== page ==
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Day 0 – “Are you here to cause civil unrest?”

14th May 2003 • Dave

Accommodation, flights, currency and tri-band mobile phones organised, Dave took the train down from Preston the night before we were to head off on the trip. The morning of our flight a strangely unreal sense descended. My dad, being the finest human being alive, offered to take a day off work and give us a lift down to Heathrow. This made things a great deal easier simply because it meant there would be no need to struggle across the bus, train and Tube networks with heavy suitcases and rucksacks. As it was, the service was door to door, and my dad deserves a mention purely for making this stage of the journey infinitely easier. At Heathrow Dave exchanged a final wedge of currency to fill his travel funds to bursting point, and after a full English breakfast, we were checked in by a pretty Japanese lady who assured me I would be able to use my laptop to watch Family Guy once the aircraft was in flight. Following check-in, I had to get to a post office to send some items I had managed to flog on eBay to boost the travel fund, and then we sat and filled out the immigration forms. Characteristically the Americans want to know everything about you, but some of the questions are verging on the ridiculous. “Are you”, the form shrilly demands, “intending to cause civil unrest whilst in the United States?”. Equally absurd is the question “Between 1935 and 1945 were you involved in the activities of Nazi Germany or the Nazi Party?”. The urge to tick “Yes” to the more ridiculous questions was suppressed by thoughts of spending our week avoiding body cavity searches in a joyless immigration holding centre.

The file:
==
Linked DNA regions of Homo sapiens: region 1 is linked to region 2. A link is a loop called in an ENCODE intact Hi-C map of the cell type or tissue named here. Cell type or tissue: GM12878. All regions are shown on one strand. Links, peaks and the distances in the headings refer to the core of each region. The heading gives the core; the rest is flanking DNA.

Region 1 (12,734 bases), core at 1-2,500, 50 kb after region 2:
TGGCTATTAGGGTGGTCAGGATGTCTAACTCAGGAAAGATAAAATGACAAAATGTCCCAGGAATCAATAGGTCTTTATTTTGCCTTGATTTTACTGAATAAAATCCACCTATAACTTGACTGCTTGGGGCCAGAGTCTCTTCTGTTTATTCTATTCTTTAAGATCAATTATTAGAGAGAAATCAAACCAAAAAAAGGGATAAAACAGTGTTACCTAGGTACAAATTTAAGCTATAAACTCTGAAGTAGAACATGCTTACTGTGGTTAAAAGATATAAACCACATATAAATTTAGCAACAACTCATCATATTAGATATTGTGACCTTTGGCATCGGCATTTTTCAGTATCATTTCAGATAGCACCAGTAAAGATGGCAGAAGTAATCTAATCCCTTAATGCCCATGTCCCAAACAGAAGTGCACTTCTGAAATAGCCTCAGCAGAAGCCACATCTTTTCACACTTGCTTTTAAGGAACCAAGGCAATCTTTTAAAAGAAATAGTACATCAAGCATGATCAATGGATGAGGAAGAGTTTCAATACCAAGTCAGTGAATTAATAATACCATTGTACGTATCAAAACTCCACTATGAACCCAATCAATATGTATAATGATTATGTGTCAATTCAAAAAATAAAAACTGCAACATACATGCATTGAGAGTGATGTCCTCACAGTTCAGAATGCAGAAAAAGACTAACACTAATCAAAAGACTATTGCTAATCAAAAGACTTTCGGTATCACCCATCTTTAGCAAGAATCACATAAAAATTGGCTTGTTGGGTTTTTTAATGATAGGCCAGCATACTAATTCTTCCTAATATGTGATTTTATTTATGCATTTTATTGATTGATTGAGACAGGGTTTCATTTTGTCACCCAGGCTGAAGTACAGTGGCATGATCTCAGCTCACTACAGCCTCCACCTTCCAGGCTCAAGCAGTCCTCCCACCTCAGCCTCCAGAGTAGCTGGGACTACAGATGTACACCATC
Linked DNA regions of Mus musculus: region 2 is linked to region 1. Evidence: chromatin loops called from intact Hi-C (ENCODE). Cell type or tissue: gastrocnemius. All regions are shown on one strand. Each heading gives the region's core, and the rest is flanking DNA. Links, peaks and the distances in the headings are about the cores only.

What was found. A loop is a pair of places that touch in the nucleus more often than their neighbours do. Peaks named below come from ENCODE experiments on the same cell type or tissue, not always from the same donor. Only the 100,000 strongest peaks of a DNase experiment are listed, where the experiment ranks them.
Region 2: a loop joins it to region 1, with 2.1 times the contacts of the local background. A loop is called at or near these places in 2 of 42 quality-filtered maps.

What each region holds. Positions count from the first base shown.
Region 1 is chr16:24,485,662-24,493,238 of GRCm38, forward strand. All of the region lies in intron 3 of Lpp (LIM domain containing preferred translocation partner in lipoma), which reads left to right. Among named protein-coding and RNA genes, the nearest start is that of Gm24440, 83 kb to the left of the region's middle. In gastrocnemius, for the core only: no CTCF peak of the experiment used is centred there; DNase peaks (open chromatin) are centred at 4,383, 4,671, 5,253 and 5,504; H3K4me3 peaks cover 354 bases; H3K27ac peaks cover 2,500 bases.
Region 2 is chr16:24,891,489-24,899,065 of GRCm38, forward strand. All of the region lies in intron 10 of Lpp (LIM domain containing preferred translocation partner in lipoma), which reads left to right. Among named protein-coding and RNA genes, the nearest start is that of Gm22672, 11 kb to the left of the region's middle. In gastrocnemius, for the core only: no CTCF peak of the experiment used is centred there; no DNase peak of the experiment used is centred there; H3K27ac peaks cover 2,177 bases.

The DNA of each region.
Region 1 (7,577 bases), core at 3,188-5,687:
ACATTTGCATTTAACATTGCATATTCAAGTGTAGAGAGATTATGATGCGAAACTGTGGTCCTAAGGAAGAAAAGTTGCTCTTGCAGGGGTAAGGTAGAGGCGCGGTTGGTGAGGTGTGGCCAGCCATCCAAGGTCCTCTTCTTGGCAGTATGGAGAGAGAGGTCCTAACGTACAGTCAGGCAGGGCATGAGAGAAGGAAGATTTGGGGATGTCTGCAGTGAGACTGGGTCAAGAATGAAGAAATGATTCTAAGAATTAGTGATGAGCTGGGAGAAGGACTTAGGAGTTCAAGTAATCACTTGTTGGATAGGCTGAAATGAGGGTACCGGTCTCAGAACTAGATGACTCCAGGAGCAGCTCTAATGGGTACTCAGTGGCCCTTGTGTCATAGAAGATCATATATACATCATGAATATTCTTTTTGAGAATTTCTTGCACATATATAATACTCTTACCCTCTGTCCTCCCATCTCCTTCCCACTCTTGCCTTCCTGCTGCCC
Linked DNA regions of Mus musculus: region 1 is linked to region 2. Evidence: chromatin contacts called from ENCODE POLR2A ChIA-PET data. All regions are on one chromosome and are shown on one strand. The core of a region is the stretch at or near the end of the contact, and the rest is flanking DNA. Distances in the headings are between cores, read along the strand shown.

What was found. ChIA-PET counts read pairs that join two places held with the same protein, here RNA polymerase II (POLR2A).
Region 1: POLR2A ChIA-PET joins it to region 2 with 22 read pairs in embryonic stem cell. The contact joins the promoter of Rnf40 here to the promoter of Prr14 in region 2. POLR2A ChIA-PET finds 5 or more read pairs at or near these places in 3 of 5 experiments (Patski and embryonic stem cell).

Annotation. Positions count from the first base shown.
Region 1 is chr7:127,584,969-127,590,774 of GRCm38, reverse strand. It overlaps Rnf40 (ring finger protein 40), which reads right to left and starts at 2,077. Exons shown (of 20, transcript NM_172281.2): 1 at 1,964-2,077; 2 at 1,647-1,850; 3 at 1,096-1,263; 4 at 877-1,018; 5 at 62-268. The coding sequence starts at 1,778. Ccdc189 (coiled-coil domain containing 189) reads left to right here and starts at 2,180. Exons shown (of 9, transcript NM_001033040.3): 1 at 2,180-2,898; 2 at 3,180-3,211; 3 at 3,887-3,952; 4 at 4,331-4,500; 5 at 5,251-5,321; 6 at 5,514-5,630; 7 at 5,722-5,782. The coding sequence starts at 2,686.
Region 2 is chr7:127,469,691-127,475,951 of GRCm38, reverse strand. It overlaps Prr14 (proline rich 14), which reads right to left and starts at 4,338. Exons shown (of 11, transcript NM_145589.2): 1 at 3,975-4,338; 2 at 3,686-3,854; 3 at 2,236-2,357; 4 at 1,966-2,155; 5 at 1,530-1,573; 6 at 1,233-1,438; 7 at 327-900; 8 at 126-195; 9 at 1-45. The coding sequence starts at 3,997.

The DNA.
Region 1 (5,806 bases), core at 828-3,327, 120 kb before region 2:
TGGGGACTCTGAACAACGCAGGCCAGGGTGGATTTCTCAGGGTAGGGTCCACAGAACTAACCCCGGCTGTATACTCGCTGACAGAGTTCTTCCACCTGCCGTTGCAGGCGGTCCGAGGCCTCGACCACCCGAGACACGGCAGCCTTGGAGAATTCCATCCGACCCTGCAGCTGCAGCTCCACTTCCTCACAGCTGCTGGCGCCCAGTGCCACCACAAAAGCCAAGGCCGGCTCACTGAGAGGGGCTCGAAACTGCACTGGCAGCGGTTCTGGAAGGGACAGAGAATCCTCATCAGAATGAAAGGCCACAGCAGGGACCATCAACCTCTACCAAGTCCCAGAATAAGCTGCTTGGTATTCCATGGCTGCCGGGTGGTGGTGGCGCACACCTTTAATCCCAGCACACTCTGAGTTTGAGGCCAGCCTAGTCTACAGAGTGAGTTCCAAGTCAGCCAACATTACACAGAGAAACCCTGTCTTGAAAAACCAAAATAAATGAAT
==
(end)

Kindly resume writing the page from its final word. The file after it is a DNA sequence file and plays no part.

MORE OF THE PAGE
As we sat in the bar outside the security checkpoint, we realised our time of departure was close at hand with just under an hour before we were due to board our transatlantic flight. There was absolutely no need to panic, but this became a trend for the holiday as a whole – most lengthy travel was tremendously well timed. After a fairly rigorous security check, but nothing as insanely over-the-top as we had anticipated, we headed over to our gate. I’d seen transatlantic jets previously, the huge Boeing four-engine behemoths, but the ridiculously enormous aircraft sat on the tarmac still knocked my socks off. In another emerging trend for the holiday, I couldn’t resist a few quick snaps with the digital camera. Security remained tight – random searches were being conducted at the boarding gate, although we ourselves were not searched, despite gormless facial expressions.

Our flight departed from the UK at 14:00 BST and landed approximately seven and a half hours later, slightly ahead of schedule, shortly after 16:30 EDT. The flight itself was fairly run-of-the-mill, but deserving of a mention is the sterling service provided by the Virgin Atlantic cabin crew. The helpful staff certainly came in handy when removing a gentleman who was mistakenly occupying Dave’s seat. Upon boarding we were greeted by a smiling, fresh-faced Lancashire lass, but by the time the jet landed she appeared decidedly frazzled. The quarters were cramped, but then this is what you sign up for when you travel economy class, and since this whole trip had been thrown together on the slimmest of shoestrings we couldn’t really complain about just a tiny bit of deep vein thrombosis. The jet was newly refitted with amazing individual entertainment systems: gone are the days of films starting and ending at allotted times, instead you can request the film, show or radio programme of your choice, start it when you want, and pause, fast forward and rewind at your leisure. The scores of offerings are controlled from an in-seat handset which also doubles as a game pad, credit card reader and telephone handset, although at $9 a minute we were not tempted in the slightest to give anyone even a quick call. The video on-demand system is marvellous when it works; Dave’s failed about halfway across the Atlantic and since I had the laptop we swapped places in order that he could finish his film. It seemed also that we were not the only ones having trouble, as an announcement was made apologising for the problems soon after we noticed the glitch. These did seem like teething problems however, and in the face of the awesome flexibility of the system it seems churlish to moan.